NIHR DC Discover

NIHR Signal Blood tests alone are not sufficient for detecting recurrent bowel cancer

Published on 1 March 2016

doi: 10.3310/signal-000207

The carcinoembryonic antigen (CEA) blood test – part of the usual approach for monitoring for bowel cancer– is not sensitive or specific enough to depend on alone for detecting recurrence. This new Cochrane review added more detail to existing evidence about the low sensitivity and specificity of CEA, a test which has been available in the UK for many years. The review clarifies that no threshold level for CEA testing gives sufficient sensitivity and specificity to allow it to be used alone to detect recurrence. Instead, it is more reliable to consider the results of blood and imaging tests together for detecting recurrence of bowel cancer.

The findings confirm NICE guidance from 2011, to include regular CT scans of chest, abdomen and pelvis, and colonoscopy, as well as CEA testing, when monitoring people who have had cancer removed from the colon or rectum.

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Why was this study needed?

Bowel cancer is the fourth most common cancer in the UK, and costs the UK £1.6bn per year in terms of premature death, lost employment, health costs and informal care. However, survival has doubled in the last 40 years, to 57% at ten years after initial diagnosis.

After surgery to remove bowel cancer, people who then have no detectable cancer are monitored for cancer recurrence. This monitoring includes a CEA blood test every three to six months, for up to five years, and less frequent imaging tests – including CT scans and colonoscopy.

The CEA blood test has been used as a tumour marker – a sign of cancer presence – for many years. The problem is it isn’t very specific. The levels are raised in most cases of bowel cancer, but they can also be raised by smoking, or by other conditions such as liver disease, lung cancer or pancreatic cancer. More information was needed on whether altering the cut off level for the test could reliably improve the detection of true bowel cancer recurrence, and minimise false alarms and missed cases, when used in a staged approach to investigation.

What did this study do?

This Cochrane review included 52 diagnostic test accuracy studies, trials and cohort studies published between 1974 and 2014 that compared CEA test results to a reference test, for people who had undergone surgery to remove colorectal cancer. The reference test against which CEA was compared varied between studies, but nearly three quarters of studies used combinations of imaging, subsequent recurrence of cancer and biopsy, and ongoing medical history.

The researchers looked at what impact different threshold levels of CEA had. In theory, having a low threshold for detection should identify more people who have cancer, but may also falsely identify people who don’t have cancer. Having a high threshold would reduce the number of ‘false positives’, but risks missing people who do have cancer.

Over half of the included studies had a high risk of bias in at least one aspect of study design, mostly from inappropriate exclusions, such as for advanced age, that may have influenced the results more than if the sample had been consecutive or random. In addition, reporting quality and study design varied widely. Although the review was well conducted, these aspects reduce our confidence in the findings.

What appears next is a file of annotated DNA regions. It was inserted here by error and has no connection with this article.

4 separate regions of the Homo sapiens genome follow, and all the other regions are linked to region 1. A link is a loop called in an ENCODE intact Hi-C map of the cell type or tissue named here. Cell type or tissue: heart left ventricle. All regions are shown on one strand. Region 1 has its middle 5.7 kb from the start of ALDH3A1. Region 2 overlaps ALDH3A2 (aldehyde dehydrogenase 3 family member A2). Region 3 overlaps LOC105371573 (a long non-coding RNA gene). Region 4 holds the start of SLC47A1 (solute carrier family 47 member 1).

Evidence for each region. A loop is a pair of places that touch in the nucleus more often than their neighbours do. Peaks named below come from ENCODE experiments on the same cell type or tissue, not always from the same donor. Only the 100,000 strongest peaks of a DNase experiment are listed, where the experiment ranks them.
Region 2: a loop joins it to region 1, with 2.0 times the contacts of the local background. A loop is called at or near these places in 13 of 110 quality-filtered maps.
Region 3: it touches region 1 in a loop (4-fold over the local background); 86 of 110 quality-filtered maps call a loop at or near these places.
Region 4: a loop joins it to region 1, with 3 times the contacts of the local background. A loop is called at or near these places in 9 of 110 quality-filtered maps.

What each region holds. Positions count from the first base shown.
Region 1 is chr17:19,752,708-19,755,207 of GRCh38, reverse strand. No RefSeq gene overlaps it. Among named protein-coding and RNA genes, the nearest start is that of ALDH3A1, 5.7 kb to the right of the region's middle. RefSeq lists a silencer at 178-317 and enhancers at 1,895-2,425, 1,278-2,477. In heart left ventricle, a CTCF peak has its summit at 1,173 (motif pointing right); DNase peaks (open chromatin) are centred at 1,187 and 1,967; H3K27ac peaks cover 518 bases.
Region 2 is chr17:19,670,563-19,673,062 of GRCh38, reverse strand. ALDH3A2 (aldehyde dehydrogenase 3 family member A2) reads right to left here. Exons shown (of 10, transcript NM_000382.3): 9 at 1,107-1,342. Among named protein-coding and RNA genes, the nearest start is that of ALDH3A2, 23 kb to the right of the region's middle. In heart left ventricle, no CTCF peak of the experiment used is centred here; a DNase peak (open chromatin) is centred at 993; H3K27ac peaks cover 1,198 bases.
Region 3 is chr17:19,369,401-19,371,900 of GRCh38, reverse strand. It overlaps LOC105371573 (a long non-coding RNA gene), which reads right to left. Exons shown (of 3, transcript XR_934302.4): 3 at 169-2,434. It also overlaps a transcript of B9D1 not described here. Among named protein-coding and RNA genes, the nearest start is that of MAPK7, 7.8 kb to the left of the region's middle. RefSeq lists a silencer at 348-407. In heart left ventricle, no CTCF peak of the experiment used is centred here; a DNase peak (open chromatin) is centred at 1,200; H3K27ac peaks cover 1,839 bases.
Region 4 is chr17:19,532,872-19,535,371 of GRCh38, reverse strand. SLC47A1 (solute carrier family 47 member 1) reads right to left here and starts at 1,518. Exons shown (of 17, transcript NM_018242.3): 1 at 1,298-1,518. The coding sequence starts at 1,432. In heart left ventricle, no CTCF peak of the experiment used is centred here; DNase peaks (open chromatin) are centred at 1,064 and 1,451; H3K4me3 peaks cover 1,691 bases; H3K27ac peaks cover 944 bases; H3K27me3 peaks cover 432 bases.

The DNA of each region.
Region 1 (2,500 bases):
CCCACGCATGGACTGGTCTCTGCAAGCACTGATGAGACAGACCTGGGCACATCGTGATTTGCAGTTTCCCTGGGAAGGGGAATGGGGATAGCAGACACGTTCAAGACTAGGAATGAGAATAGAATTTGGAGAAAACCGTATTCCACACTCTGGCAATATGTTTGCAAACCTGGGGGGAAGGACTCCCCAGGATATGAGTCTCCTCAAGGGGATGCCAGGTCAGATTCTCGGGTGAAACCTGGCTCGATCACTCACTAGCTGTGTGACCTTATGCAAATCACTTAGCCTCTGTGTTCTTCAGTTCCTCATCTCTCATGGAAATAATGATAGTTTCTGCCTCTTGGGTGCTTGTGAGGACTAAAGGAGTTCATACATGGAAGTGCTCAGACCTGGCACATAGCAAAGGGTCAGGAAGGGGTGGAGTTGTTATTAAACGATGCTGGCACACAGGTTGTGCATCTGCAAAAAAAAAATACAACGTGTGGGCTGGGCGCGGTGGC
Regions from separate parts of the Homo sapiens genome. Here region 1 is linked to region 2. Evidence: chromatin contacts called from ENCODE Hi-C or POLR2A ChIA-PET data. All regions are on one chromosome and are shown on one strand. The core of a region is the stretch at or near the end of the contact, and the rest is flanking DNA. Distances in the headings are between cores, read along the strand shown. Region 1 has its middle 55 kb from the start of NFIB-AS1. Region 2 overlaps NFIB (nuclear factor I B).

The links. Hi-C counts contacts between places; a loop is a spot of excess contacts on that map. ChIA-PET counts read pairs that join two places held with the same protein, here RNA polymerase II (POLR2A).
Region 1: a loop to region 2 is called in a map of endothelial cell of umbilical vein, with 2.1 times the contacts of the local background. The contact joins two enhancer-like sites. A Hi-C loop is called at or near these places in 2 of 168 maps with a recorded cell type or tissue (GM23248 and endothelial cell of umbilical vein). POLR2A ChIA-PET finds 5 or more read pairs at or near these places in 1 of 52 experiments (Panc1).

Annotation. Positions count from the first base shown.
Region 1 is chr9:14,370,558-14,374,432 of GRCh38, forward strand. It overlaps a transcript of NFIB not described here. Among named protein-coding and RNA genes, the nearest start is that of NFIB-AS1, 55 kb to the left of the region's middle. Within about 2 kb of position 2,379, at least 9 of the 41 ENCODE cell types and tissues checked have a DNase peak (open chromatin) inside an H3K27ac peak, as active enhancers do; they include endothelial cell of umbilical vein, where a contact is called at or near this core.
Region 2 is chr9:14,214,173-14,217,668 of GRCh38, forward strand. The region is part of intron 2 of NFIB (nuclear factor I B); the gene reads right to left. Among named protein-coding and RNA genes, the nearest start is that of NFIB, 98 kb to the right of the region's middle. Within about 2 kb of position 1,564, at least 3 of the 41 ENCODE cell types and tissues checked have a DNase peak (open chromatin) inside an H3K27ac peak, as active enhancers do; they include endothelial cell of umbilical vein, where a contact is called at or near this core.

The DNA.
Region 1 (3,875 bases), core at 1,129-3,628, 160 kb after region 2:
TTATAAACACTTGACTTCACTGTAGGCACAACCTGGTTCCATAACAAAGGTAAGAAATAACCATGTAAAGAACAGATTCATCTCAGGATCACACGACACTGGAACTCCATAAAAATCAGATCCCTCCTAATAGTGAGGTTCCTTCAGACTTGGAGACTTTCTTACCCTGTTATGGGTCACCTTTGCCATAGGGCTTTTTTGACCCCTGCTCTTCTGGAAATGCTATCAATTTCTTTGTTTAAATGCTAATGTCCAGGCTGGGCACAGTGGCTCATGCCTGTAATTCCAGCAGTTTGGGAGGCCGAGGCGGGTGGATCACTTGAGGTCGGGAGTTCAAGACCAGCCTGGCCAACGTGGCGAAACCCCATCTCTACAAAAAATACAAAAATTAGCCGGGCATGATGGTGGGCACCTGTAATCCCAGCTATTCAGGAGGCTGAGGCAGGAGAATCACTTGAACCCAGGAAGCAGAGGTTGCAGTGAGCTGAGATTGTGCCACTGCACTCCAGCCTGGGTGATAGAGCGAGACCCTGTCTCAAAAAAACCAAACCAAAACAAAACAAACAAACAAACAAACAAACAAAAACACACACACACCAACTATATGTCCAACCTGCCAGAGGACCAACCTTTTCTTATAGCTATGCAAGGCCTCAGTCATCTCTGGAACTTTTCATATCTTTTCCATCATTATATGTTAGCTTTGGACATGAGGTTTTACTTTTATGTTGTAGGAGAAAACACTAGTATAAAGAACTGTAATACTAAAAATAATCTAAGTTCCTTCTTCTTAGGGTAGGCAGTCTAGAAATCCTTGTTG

What did it find?

  • Seven studies used a CEA test threshold for cancer recurrence of 2.5μg per litre. Their pooled results gave sensitivity of 82% (95% confidence interval [CI] 78% to 86%) and specificity of 80% (95% CI 59% to 92%).
  • 23 studies used a threshold of 5μg per litre. Their pooled results gave sensitivity of 71% (95% CI 64% to 76%) and a specificity of 88% (95% CI 84% to 92%).
  • Seven studies used a threshold of 10μg per litre. Their pooled results gave sensitivity of 68% (95% CI 53% to 79%) and specificity of 97% (95% CI 90% to 99%).
  • Based on an estimated 2% of patients having recurrence in any single testing period, for every 1000 patients tested:
    • a threshold of 2.5μg per litre would correctly identify 16 people with cancer, 196 ‘false positives’ (receiving unnecessary referral for cancer investigation) and miss four people with cancer.
    • a threshold of 5μg per litre would correctly identify 14 people with cancer, 118 ‘false positives’ and miss six people with cancer.
    • increasing the threshold to 10μg per litre would correctly identify 14 cases and reduce the number of ‘false positives’ to 29 but still miss six people with cancer.

What does current guidance say on this issue?

2011 NICE guidance on colorectal cancer recommends that people should have regular follow up after they have had colorectal cancer surgically removed. This follow up should include CEA blood tests at least every six months in the first three years, along with at least two CT scans of the chest, abdomen and pelvis in the first three years. A year after the first treatment, the guidance recommends that a visual check for cancer recurrence should also be carried out using colonscopy.

In February 2016, NICE decided that this guideline should be updated, including the follow-up recommendations, though a publication date is yet to be decided.

What are the implications?

The findings are in agreement with existing guidance, to carry out CT scans and colonscopy in addition to CEA testing, to check for colorectal cancer recurrence.

The review adds more detail to existing knowledge that CEA is not a highly specific or sensitive test for colon cancer recurrence. It confirms that CEA should not be used as the sole test for recurrence. Even if a low level of CEA is used to flag recurrence, many people who do not have cancer may be subjected to unnecessary and worrying investigations, while up to a fifth of people with cancer recurrence remain undetected. Other strategies for the use of CEA in monitoring for recurrence could be the subject of future research.